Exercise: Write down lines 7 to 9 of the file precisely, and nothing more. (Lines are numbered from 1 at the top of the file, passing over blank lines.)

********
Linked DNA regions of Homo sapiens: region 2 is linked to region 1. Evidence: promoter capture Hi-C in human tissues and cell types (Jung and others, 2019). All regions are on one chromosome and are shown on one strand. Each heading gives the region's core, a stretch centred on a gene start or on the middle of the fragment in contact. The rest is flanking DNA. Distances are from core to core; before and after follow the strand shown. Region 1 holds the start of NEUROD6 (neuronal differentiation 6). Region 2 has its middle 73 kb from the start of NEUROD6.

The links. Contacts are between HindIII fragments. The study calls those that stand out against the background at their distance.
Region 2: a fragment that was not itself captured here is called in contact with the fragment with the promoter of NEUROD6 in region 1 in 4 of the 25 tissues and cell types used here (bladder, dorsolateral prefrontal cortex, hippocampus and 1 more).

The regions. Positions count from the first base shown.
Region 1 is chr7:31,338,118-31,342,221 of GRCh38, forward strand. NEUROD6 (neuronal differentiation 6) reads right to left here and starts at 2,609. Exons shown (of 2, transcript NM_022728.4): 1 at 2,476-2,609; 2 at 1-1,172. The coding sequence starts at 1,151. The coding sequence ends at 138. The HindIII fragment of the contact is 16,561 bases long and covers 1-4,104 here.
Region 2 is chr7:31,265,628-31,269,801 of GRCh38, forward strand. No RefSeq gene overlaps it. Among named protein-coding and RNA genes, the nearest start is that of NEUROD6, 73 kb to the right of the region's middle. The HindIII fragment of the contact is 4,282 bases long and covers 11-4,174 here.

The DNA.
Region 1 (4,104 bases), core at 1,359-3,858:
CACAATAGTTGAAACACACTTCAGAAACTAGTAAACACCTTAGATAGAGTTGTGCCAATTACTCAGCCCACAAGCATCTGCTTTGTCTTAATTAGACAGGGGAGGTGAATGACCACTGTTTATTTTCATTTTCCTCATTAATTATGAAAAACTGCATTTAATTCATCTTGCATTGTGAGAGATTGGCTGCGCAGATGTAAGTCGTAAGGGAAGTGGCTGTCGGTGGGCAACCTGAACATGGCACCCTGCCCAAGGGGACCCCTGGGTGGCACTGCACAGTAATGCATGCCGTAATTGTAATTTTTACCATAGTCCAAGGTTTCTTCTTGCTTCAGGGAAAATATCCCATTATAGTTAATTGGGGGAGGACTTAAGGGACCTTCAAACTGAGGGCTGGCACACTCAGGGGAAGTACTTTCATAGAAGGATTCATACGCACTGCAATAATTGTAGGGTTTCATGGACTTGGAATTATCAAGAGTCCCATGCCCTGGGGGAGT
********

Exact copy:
The DNA.
Region 1 (4,104 bases), core at 1,359-3,858:
CACAATAGTTGAAACACACTTCAGAAACTAGTAAACACCTTAGATAGAGTTGTGCCAATTACTCAGCCCACAAGCATCTGCTTTGTCTTAATTAGACAGGGGAGGTGAATGACCACTGTTTATTTTCATTTTCCTCATTAATTATGAAAAACTGCATTTAATTCATCTTGCATTGTGAGAGATTGGCTGCGCAGATGTAAGTCGTAAGGGAAGTGGCTGTCGGTGGGCAACCTGAACATGGCACCCTGCCCAAGGGGACCCCTGGGTGGCACTGCACAGTAATGCATGCCGTAATTGTAATTTTTACCATAGTCCAAGGTTTCTTCTTGCTTCAGGGAAAATATCCCATTATAGTTAATTGGGGGAGGACTTAAGGGACCTTCAAACTGAGGGCTGGCACACTCAGGGGAAGTACTTTCATAGAAGGATTCATACGCACTGCAATAATTGTAGGGTTTCATGGACTTGGAATTATCAAGAGTCCCATGCCCTGGGGGAGT